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BINGHAMTON, N.Y. — The Empire State Games have been a major part of Joanne Persico-Smith’s life, dating back to her years playing volleyball at St. Francis Prep HS. The Empires — the largest amateur sporting event in the United States — have been around for 31 years and Persico-Smith, the 42-year-old St. John’s women’s volleyball coach, has competed in 26 of them.
So, when she says New York City is far behind the other five regions in organization and placing an emphasis on the Games, it’s hard to ignore her.
“I think it’s a shame,” the Bellerose native said after helping the NYC women’s open volleyball team to its fifth straight gold medal. “I think we need a marketing department, a person stressing all the sports. People have come out of the Empire State Games and gone to the Olympics.”
In the city, we fancy ourselves as having the best of everything. But when we get upstate, it’s a whole new ball game. New York City, with the exception of a few finely run programs, is the bottom feeder of the Empire State Games. We’re the Washington Generals. And that’s sad.
In this year’s Games, held this past weekend in Binghamton and its surrounding areas, New York City finished with 50 gold medals. Doesn’t sound bad, right? Wrong. The overall leader was Western with 79. Only Central, the Games’ host, finished with fewer gold medals than NYC (45). In overall medal count, it gets worse. Western compiled the most (222), while New York City finished meekly with 132. That’s 32 fewer medals than the second worst showing: Central won 164.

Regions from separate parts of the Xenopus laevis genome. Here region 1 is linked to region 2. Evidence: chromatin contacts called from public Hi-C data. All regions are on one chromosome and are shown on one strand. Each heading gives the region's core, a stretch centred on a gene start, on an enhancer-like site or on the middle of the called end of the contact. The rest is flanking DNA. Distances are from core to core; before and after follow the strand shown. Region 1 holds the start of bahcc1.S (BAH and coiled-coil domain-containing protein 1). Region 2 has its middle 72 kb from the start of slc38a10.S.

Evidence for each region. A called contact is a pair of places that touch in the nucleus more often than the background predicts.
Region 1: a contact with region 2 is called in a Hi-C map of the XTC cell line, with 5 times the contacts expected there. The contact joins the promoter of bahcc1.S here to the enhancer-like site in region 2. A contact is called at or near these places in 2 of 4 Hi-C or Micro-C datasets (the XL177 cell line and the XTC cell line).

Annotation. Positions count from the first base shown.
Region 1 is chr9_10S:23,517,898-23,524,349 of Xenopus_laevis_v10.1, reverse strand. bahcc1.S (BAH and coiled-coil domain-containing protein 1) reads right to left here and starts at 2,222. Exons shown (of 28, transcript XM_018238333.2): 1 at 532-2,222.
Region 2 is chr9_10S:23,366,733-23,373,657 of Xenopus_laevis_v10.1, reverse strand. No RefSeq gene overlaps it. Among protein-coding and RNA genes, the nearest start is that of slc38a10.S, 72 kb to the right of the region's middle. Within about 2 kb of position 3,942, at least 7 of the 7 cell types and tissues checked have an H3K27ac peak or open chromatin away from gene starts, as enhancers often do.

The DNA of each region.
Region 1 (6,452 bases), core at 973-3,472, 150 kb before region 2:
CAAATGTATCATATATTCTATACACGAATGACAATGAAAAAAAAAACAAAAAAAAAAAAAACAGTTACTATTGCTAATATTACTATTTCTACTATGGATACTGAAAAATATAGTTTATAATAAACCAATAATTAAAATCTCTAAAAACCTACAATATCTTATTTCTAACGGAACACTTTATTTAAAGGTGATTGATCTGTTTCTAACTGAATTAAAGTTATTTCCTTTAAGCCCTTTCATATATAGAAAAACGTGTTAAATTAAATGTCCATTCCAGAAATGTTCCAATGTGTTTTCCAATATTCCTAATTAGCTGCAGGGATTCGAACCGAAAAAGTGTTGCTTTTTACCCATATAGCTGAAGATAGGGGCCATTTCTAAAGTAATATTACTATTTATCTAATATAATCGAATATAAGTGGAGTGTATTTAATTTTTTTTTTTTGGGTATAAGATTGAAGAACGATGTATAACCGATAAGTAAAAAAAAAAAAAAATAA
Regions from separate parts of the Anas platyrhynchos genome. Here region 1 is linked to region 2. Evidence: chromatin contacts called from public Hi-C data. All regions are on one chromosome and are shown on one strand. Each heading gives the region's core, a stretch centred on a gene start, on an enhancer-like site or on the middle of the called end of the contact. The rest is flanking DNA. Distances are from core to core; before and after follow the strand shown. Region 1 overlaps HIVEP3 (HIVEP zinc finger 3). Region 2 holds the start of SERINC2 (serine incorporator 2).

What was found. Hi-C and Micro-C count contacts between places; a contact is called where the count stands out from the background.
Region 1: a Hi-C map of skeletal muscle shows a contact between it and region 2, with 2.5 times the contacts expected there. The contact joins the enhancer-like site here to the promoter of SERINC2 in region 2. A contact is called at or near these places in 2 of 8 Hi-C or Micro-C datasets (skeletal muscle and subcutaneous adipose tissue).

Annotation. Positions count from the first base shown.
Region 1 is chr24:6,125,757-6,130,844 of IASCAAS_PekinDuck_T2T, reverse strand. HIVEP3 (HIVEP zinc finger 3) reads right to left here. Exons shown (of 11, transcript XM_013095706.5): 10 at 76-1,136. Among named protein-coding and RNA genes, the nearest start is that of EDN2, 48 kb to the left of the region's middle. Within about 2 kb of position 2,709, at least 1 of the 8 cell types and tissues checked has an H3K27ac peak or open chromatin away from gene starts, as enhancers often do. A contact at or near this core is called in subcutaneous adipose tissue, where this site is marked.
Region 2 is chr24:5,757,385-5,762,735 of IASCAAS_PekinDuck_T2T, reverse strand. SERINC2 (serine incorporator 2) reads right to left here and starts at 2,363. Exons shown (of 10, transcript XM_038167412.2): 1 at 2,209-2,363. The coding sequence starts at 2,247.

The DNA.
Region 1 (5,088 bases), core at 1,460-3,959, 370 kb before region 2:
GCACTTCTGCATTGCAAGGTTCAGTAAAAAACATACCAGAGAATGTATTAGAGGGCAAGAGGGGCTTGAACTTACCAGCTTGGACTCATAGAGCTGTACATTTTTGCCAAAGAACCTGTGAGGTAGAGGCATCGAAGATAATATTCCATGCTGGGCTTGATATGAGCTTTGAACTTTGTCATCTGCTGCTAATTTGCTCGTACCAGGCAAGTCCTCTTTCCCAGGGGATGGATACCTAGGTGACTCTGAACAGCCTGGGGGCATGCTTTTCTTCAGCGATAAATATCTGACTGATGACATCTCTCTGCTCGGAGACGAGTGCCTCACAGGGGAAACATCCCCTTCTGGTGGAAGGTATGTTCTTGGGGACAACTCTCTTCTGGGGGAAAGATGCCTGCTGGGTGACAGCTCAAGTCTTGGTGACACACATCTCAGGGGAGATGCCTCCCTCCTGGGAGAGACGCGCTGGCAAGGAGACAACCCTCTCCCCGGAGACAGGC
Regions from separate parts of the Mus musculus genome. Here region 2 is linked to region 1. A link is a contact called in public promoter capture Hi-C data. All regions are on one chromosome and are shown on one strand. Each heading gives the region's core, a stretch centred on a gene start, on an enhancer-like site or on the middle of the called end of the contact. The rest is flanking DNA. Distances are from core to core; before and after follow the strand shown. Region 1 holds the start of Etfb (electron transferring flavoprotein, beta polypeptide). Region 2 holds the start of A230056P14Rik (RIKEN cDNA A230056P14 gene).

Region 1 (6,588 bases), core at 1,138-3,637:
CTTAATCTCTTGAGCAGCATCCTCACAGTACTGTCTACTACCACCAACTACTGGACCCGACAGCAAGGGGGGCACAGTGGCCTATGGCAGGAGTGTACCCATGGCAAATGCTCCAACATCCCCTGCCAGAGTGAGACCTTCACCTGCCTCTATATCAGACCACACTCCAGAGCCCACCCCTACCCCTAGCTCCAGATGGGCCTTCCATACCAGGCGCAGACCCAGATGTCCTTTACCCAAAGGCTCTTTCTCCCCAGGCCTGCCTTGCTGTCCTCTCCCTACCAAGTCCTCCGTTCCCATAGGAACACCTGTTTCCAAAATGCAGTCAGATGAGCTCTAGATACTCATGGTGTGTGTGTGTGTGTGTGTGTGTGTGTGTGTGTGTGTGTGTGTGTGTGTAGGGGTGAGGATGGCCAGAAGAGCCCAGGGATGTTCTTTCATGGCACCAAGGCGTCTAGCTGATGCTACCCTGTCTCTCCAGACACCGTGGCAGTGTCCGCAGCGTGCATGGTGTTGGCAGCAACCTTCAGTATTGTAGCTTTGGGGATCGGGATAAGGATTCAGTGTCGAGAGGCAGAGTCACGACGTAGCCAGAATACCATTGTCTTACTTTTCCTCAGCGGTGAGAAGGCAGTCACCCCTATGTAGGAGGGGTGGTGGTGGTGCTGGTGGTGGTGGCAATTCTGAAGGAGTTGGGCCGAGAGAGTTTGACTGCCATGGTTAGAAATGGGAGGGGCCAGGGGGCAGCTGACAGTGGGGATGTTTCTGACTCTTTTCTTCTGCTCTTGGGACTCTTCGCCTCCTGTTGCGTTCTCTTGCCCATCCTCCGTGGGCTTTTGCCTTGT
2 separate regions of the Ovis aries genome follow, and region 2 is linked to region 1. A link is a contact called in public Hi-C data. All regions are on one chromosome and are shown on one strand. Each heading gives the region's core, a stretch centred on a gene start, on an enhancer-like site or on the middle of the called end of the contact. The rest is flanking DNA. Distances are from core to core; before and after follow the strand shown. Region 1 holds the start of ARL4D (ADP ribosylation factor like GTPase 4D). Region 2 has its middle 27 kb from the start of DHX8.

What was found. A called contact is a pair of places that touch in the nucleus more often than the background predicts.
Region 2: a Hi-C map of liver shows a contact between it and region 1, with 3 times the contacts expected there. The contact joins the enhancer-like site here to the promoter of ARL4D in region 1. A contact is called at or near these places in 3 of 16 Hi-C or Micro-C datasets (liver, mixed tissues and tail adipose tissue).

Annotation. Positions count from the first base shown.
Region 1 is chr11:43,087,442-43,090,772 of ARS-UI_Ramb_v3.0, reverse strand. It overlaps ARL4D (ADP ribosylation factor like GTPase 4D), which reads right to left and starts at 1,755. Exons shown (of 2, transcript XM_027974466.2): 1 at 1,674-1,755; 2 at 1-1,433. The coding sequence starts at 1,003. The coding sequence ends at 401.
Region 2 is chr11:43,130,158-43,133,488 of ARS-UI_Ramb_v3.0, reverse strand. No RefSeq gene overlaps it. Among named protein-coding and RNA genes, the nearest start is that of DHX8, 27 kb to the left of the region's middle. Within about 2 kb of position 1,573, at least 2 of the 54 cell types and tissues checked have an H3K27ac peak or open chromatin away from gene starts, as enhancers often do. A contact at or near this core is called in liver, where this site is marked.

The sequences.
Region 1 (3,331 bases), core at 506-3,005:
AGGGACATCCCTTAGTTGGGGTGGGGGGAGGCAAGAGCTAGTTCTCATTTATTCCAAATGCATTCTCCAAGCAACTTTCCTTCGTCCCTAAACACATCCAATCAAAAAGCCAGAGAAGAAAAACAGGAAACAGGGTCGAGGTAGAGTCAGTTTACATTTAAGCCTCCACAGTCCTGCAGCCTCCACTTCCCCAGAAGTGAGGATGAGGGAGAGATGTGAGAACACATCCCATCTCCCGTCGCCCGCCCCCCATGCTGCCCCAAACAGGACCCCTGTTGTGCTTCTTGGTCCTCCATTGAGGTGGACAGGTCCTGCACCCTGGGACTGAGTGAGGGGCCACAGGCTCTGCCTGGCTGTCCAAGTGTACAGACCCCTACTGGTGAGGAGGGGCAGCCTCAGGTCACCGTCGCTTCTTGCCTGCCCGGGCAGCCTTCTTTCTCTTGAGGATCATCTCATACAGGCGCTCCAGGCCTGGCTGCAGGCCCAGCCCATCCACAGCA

There are two reasons why NYC is far behind the rest of the state. First, not many people know about the Games. As Persico-Smith said, there’s hardly any marketing and the people that should know about the event — high-school athletes — either don’t or don’t care.
“It gets no publicity,” said Tommy Torres, the coach of the New York City men’s scholastic baseball team. “We don’t get the top talent in the city, because summer coaches don’t feel like this is an event you can get seen by college coaches at.”
The best boys’ basketball players in the city are playing with their AAU teams in Las Vegas this week and it’s hard to blame them. Same goes for the elite girls’ basketball players and the top baseball players are with their summer teams playing at college showcases.
But here’s the thing: if the best players were at the Empire State Games, the college coaches would be there, too. When Sylven Landesberg played for the New York City men’s scholastic basketball team last year, Virginia coach Dave Leitao, St. John’s coach Norm Roberts and Georgia Tech coach Paul Hewitt were all in attendance at Iona College. I’m pretty sure they didn’t think their itinerary to Nevada actually read “New Rochelle.”
Almost everyone who competes in the Olympics-style event ends up enjoying it. It isn’t as if people like Persico-Smith have nothing better to do during the last weekend of July every year. Just ask Charles Jenkins, who led the Long Island men’s open basketball team to a gold medal, how cool the Opening Ceremonies were. On July 23, more than 7,000 people flooded SUNY Binghamton’s Events Center to kick off the Empire State Games.
Athletes will certainly feel more camaraderie than they would at an AAU event — they’re wearing the jersey of their hometown, not some sneaker company.
“I really like representing the city,” said Belle Harbor native Candice Clark, who won a gold medal with the NYC women’s open soccer team. “People sometimes underestimate how good New York City really is.”
And we should never allow that to happen.
Reach Associate Sports Editor Marc Raimondi by e-mail at email@example.com or call 718-229-0300, Ext. 130.
©2008 Community Newspaper Group
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